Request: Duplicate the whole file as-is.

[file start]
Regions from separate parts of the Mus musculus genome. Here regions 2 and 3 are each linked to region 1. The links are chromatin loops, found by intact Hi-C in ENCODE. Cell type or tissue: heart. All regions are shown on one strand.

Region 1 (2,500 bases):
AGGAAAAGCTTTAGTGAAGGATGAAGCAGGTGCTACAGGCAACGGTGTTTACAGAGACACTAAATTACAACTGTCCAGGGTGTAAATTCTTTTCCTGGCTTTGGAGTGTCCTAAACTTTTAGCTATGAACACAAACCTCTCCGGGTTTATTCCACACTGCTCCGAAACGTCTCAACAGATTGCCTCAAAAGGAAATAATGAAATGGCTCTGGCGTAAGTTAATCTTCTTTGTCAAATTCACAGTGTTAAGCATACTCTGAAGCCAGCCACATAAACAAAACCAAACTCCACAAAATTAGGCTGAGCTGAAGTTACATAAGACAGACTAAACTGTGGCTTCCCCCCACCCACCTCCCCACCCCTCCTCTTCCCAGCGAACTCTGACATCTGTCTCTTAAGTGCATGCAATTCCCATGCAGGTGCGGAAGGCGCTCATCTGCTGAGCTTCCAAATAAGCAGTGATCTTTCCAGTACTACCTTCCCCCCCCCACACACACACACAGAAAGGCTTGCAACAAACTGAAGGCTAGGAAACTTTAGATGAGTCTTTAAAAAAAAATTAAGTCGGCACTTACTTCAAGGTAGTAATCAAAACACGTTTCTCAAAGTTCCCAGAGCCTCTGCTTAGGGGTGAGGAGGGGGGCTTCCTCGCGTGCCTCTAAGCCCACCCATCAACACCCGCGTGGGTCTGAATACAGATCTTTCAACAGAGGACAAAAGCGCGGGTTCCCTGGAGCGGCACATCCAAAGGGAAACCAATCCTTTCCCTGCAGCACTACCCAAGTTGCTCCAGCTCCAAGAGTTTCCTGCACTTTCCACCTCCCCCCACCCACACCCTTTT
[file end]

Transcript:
Regions from separate parts of the Mus musculus genome. Here regions 2 and 3 are each linked to region 1. The links are chromatin loops, found by intact Hi-C in ENCODE. Cell type or tissue: heart. All regions are shown on one strand.

Region 1 (2,500 bases):
AGGAAAAGCTTTAGTGAAGGATGAAGCAGGTGCTACAGGCAACGGTGTTTACAGAGACACTAAATTACAACTGTCCAGGGTGTAAATTCTTTTCCTGGCTTTGGAGTGTCCTAAACTTTTAGCTATGAACACAAACCTCTCCGGGTTTATTCCACACTGCTCCGAAACGTCTCAACAGATTGCCTCAAAAGGAAATAATGAAATGGCTCTGGCGTAAGTTAATCTTCTTTGTCAAATTCACAGTGTTAAGCATACTCTGAAGCCAGCCACATAAACAAAACCAAACTCCACAAAATTAGGCTGAGCTGAAGTTACATAAGACAGACTAAACTGTGGCTTCCCCCCACCCACCTCCCCACCCCTCCTCTTCCCAGCGAACTCTGACATCTGTCTCTTAAGTGCATGCAATTCCCATGCAGGTGCGGAAGGCGCTCATCTGCTGAGCTTCCAAATAAGCAGTGATCTTTCCAGTACTACCTTCCCCCCCCCACACACACACACAGAAAGGCTTGCAACAAACTGAAGGCTAGGAAACTTTAGATGAGTCTTTAAAAAAAAATTAAGTCGGCACTTACTTCAAGGTAGTAATCAAAACACGTTTCTCAAAGTTCCCAGAGCCTCTGCTTAGGGGTGAGGAGGGGGGCTTCCTCGCGTGCCTCTAAGCCCACCCATCAACACCCGCGTGGGTCTGAATACAGATCTTTCAACAGAGGACAAAAGCGCGGGTTCCCTGGAGCGGCACATCCAAAGGGAAACCAATCCTTTCCCTGCAGCACTACCCAAGTTGCTCCAGCTCCAAGAGTTTCCTGCACTTTCCACCTCCCCCCACCCACACCCTTTT